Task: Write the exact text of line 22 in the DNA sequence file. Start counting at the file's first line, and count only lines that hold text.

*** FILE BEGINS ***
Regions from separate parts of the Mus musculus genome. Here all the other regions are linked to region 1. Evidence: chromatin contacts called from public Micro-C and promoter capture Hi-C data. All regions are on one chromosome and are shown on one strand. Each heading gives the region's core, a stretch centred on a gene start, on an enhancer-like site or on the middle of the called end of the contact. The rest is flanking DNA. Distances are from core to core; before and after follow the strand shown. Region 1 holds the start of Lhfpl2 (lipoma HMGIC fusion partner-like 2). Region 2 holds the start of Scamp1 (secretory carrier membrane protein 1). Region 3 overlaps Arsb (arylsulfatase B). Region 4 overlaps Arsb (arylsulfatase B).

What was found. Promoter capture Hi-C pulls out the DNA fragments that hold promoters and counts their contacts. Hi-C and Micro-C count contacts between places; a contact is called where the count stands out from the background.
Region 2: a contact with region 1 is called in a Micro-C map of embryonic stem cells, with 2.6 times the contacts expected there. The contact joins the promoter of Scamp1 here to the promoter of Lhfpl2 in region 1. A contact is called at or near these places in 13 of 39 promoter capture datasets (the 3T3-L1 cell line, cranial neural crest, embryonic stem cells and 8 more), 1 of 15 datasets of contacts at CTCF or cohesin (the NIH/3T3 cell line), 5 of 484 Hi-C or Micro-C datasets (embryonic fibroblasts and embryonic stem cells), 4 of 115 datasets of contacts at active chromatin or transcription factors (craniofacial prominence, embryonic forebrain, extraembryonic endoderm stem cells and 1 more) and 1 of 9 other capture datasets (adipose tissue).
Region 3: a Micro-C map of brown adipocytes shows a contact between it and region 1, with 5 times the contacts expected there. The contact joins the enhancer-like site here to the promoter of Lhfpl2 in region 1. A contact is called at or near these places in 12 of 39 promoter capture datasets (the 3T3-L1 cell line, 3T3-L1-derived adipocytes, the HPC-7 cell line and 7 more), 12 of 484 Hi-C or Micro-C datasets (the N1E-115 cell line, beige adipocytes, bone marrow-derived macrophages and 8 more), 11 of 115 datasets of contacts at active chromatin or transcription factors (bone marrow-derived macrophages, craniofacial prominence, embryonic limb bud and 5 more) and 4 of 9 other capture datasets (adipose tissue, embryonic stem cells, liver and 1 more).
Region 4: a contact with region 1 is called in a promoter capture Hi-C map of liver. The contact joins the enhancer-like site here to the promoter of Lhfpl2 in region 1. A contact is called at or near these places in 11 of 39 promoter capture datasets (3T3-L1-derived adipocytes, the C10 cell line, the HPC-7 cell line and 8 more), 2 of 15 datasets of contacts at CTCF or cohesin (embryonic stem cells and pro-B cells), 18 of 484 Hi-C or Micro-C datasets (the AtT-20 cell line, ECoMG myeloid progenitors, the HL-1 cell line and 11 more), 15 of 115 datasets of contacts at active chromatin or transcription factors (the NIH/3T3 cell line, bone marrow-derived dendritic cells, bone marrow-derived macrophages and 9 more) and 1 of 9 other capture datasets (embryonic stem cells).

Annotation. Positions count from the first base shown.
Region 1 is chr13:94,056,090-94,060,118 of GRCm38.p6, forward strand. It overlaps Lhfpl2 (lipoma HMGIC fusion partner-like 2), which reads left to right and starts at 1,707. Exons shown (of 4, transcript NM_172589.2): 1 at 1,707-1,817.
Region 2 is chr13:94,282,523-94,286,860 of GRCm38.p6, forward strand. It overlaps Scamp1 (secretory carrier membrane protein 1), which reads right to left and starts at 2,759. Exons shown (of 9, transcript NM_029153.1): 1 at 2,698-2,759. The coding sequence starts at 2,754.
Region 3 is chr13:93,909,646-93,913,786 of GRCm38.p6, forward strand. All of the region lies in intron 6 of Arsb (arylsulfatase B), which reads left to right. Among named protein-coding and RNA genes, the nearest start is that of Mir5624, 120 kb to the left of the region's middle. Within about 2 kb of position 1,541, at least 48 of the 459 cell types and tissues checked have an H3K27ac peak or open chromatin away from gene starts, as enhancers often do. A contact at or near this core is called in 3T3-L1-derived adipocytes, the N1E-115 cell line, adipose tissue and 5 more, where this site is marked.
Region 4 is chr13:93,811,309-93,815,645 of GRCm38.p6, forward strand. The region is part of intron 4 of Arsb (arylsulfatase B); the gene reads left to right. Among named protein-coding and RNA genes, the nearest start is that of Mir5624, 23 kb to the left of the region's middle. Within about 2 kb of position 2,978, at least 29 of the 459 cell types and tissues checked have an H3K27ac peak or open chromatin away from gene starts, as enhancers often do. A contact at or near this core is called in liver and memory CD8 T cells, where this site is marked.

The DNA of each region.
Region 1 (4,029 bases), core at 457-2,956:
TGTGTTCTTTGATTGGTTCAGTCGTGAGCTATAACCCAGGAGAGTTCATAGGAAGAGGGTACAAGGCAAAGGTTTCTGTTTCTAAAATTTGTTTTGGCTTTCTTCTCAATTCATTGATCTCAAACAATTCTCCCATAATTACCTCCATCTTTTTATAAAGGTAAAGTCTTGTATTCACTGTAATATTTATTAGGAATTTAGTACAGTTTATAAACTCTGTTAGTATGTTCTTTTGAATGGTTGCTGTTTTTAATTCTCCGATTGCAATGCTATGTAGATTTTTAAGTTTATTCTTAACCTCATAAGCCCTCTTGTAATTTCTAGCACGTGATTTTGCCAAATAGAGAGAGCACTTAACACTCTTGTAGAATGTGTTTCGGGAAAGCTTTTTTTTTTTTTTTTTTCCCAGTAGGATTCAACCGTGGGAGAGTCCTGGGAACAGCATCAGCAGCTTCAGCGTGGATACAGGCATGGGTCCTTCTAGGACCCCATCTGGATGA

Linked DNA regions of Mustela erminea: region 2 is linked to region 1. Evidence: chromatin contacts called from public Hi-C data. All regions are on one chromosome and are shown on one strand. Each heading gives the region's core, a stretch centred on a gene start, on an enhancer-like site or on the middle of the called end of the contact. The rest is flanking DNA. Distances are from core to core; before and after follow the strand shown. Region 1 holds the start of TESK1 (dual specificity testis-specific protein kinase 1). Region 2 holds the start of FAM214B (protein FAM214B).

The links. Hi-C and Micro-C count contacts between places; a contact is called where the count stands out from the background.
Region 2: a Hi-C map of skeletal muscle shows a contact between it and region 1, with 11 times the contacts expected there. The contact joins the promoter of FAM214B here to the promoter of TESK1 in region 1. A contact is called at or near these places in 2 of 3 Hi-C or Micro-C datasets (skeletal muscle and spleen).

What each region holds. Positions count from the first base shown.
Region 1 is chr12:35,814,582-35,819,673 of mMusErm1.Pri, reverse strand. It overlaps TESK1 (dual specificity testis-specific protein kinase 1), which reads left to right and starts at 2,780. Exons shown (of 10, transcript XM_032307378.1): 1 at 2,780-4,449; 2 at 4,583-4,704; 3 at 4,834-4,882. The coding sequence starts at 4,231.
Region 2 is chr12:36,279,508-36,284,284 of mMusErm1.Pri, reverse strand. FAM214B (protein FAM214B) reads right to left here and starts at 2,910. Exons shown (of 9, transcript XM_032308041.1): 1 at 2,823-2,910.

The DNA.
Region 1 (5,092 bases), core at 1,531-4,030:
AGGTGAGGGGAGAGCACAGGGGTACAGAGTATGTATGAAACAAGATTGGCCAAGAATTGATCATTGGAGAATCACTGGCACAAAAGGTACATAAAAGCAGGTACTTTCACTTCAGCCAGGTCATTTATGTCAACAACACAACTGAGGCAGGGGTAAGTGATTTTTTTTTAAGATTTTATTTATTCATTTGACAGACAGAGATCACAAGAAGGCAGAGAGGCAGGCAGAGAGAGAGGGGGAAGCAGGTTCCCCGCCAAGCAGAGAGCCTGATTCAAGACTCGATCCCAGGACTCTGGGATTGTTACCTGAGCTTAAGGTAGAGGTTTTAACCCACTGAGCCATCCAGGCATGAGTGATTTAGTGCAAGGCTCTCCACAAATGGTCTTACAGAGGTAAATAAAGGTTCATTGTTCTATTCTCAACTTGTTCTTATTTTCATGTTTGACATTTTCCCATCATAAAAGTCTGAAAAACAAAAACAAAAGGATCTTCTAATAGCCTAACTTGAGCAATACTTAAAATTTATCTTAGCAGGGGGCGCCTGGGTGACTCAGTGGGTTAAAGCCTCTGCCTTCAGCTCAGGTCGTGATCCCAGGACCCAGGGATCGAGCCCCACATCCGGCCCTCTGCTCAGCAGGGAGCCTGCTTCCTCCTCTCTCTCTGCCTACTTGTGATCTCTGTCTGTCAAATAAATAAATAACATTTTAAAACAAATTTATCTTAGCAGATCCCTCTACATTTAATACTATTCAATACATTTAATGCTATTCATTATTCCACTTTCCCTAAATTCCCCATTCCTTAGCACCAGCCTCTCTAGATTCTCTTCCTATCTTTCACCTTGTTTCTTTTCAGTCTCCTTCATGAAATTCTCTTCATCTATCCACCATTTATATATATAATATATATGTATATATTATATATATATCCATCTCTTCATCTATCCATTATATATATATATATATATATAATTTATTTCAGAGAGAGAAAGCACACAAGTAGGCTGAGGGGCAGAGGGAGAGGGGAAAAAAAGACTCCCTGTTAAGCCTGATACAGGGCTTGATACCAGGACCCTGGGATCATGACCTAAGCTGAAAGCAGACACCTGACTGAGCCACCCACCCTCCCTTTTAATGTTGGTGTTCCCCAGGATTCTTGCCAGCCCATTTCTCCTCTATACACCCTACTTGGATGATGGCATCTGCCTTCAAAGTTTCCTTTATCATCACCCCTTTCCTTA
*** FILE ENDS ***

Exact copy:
AGGTGAGGGGAGAGCACAGGGGTACAGAGTATGTATGAAACAAGATTGGCCAAGAATTGATCATTGGAGAATCACTGGCACAAAAGGTACATAAAAGCAGGTACTTTCACTTCAGCCAGGTCATTTATGTCAACAACACAACTGAGGCAGGGGTAAGTGATTTTTTTTTAAGATTTTATTTATTCATTTGACAGACAGAGATCACAAGAAGGCAGAGAGGCAGGCAGAGAGAGAGGGGGAAGCAGGTTCCCCGCCAAGCAGAGAGCCTGATTCAAGACTCGATCCCAGGACTCTGGGATTGTTACCTGAGCTTAAGGTAGAGGTTTTAACCCACTGAGCCATCCAGGCATGAGTGATTTAGTGCAAGGCTCTCCACAAATGGTCTTACAGAGGTAAATAAAGGTTCATTGTTCTATTCTCAACTTGTTCTTATTTTCATGTTTGACATTTTCCCATCATAAAAGTCTGAAAAACAAAAACAAAAGGATCTTCTAATAGCCTAACTTGAGCAATACTTAAAATTTATCTTAGCAGGGGGCGCCTGGGTGACTCAGTGGGTTAAAGCCTCTGCCTTCAGCTCAGGTCGTGATCCCAGGACCCAGGGATCGAGCCCCACATCCGGCCCTCTGCTCAGCAGGGAGCCTGCTTCCTCCTCTCTCTCTGCCTACTTGTGATCTCTGTCTGTCAAATAAATAAATAACATTTTAAAACAAATTTATCTTAGCAGATCCCTCTACATTTAATACTATTCAATACATTTAATGCTATTCATTATTCCACTTTCCCTAAATTCCCCATTCCTTAGCACCAGCCTCTCTAGATTCTCTTCCTATCTTTCACCTTGTTTCTTTTCAGTCTCCTTCATGAAATTCTCTTCATCTATCCACCATTTATATATATAATATATATGTATATATTATATATATATCCATCTCTTCATCTATCCATTATATATATATATATATATATAATTTATTTCAGAGAGAGAAAGCACACAAGTAGGCTGAGGGGCAGAGGGAGAGGGGAAAAAAAGACTCCCTGTTAAGCCTGATACAGGGCTTGATACCAGGACCCTGGGATCATGACCTAAGCTGAAAGCAGACACCTGACTGAGCCACCCACCCTCCCTTTTAATGTTGGTGTTCCCCAGGATTCTTGCCAGCCCATTTCTCCTCTATACACCCTACTTGGATGATGGCATCTGCCTTCAAAGTTTCCTTTATCATCACCCCTTTCCTTA